Couchbase has B-tree-based indexes. You can index anything from entire views to embedded documents. However, it lacks in geospatial indexes (currently available in experimental mode only), although this becomes an issue solely if you are working with location data. Couchbase also does not have in-place updates. This is not a huge sticking point because the working set remains in memory all the time, so the updates are superfast.
Couchbase does not have any concept of capped collections. This is only an issue if you are working mainly with log data analysis. Couchbase maintains the working set in memory, but you can have much more data than the amount of memory. Although Couchbase 2.0 has a relatively higher cache miss rate, its developers are working to optimize this in the next release.
The data models for the Pet Store in NoSQL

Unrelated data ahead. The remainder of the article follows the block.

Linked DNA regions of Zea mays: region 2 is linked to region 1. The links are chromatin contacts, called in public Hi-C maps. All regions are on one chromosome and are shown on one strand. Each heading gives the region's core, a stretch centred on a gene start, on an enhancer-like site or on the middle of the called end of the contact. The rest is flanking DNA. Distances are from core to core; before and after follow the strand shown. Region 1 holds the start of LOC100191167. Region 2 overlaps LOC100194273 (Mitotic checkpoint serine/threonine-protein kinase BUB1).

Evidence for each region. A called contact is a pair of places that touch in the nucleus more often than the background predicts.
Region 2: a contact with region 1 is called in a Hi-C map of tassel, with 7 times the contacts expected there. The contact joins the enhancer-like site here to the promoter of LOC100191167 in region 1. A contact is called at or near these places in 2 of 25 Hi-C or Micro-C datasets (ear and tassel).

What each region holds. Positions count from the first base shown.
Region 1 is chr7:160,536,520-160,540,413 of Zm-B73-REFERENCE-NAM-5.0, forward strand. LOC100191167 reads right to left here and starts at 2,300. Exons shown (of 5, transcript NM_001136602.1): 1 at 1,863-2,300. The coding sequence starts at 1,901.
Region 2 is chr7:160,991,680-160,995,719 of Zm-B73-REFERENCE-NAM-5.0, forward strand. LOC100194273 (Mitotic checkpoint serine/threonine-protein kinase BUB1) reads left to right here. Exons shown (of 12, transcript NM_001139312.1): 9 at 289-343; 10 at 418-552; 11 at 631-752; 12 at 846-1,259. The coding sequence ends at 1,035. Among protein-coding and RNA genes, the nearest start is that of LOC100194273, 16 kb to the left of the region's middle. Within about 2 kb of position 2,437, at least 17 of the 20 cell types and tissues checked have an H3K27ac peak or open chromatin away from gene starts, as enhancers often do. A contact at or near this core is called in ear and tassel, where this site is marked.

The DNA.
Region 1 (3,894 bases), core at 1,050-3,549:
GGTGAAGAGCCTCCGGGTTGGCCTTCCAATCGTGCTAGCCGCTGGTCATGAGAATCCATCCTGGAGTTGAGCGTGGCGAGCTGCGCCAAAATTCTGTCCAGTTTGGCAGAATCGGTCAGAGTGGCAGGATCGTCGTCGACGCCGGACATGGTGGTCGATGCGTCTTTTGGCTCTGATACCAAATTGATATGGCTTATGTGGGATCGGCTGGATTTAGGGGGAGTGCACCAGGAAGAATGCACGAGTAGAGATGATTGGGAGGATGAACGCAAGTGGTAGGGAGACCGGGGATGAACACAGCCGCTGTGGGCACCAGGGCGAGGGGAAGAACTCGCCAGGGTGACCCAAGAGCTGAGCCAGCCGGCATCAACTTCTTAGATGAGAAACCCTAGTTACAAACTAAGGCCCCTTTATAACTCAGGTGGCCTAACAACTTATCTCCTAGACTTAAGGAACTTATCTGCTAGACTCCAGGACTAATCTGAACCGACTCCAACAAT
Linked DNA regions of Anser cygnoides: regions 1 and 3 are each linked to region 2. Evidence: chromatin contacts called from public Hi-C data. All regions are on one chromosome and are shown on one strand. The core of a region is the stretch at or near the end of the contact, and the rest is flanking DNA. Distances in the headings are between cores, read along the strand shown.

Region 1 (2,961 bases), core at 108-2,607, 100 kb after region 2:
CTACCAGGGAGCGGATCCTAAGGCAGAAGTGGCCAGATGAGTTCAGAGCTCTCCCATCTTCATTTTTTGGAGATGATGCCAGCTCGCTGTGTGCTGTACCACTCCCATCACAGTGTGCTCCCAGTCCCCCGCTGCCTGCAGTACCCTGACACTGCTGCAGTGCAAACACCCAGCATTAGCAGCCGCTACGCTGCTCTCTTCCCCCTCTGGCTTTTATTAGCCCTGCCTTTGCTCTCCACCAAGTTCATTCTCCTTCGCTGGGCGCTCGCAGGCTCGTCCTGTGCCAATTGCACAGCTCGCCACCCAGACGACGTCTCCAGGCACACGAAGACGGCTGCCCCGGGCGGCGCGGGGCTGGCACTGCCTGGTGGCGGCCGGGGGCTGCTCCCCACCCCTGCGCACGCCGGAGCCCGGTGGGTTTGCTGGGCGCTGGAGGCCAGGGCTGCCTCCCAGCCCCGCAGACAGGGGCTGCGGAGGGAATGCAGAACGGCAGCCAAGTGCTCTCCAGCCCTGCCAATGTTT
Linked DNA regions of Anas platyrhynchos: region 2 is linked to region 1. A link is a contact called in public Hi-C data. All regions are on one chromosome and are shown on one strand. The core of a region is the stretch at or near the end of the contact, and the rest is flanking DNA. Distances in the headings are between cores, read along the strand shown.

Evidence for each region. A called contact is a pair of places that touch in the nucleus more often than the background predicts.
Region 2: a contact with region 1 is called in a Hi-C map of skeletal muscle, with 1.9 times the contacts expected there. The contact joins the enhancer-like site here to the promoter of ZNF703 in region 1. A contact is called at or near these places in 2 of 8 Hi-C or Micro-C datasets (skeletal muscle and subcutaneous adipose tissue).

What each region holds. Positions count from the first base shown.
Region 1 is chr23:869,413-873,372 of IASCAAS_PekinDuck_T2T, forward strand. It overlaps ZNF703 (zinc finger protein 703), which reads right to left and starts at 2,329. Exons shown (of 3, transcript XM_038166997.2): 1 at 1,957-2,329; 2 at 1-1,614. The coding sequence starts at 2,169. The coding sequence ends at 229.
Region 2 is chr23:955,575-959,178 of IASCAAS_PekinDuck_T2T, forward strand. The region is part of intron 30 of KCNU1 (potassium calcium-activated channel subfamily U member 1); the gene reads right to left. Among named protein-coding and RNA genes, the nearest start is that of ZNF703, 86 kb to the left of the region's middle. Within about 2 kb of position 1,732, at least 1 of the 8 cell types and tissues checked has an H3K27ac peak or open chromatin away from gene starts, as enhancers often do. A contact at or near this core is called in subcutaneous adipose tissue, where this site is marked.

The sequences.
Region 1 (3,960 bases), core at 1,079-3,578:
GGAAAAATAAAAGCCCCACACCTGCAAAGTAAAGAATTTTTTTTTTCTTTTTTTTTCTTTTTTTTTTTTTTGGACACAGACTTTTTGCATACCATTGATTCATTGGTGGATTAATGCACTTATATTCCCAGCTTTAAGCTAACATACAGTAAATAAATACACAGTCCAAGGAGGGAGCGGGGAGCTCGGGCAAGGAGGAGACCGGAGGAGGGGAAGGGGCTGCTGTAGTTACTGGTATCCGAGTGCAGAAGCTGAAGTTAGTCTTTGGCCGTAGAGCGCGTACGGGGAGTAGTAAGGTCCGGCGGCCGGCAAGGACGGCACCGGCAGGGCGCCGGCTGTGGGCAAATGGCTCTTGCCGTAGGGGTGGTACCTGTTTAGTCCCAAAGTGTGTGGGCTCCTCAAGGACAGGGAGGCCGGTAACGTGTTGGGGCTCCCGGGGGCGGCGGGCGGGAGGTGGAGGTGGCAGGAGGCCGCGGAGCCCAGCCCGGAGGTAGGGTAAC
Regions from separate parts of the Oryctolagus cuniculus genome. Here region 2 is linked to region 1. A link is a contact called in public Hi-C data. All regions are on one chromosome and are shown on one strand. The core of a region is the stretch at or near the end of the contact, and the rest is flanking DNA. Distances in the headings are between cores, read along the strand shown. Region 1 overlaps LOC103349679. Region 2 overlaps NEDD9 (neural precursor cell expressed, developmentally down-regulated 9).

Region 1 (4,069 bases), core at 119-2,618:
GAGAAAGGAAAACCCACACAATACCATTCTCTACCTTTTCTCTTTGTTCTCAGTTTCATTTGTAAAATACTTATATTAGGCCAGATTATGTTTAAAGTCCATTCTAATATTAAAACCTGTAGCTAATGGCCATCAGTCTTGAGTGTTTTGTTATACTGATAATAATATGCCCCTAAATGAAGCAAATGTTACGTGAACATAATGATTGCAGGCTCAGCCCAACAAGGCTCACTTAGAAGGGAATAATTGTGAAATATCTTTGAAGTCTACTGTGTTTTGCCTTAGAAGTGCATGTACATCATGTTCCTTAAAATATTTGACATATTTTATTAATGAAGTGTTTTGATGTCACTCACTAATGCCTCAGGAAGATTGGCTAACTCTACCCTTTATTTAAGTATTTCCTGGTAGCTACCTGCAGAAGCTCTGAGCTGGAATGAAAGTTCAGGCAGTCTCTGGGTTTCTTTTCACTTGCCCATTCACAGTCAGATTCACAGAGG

The Java Pet Store application was originally deployed in Apache Derby using Hibernate and JPA. Because Derby is an embedded implementation, we switched the configuration to use MySQL. This enabled us to have an in-depth look at the relational schema design.
The application is being driven primarily by two events:
- When a new customer registers
- When a new order is created by a customer
We built the Couchbase documents around these two events: Customer and Order. These documents were designed to contain related entities as embedded documents. We also created a third document type, Category, to store inventory information: categories, products, and items. This design decision enabled the creation of separate indexes (or views) so that they can be fetched quickly. This also provides examples of both linked and embedded documents.
|JSON example for|
|JSON example for |
|JSON example for Category|
As the application is deployed, the Categories, Products, and Items are generated in the database by the database populator class. When a new customer goes to the home page, he or she has the option to sign in or register. At that point, a new customer document is created. The customer can then browse the existing categories, create an order, and save it. When the order is saved, a new order document is created with order details. The associated items are added as embedded documents in the order.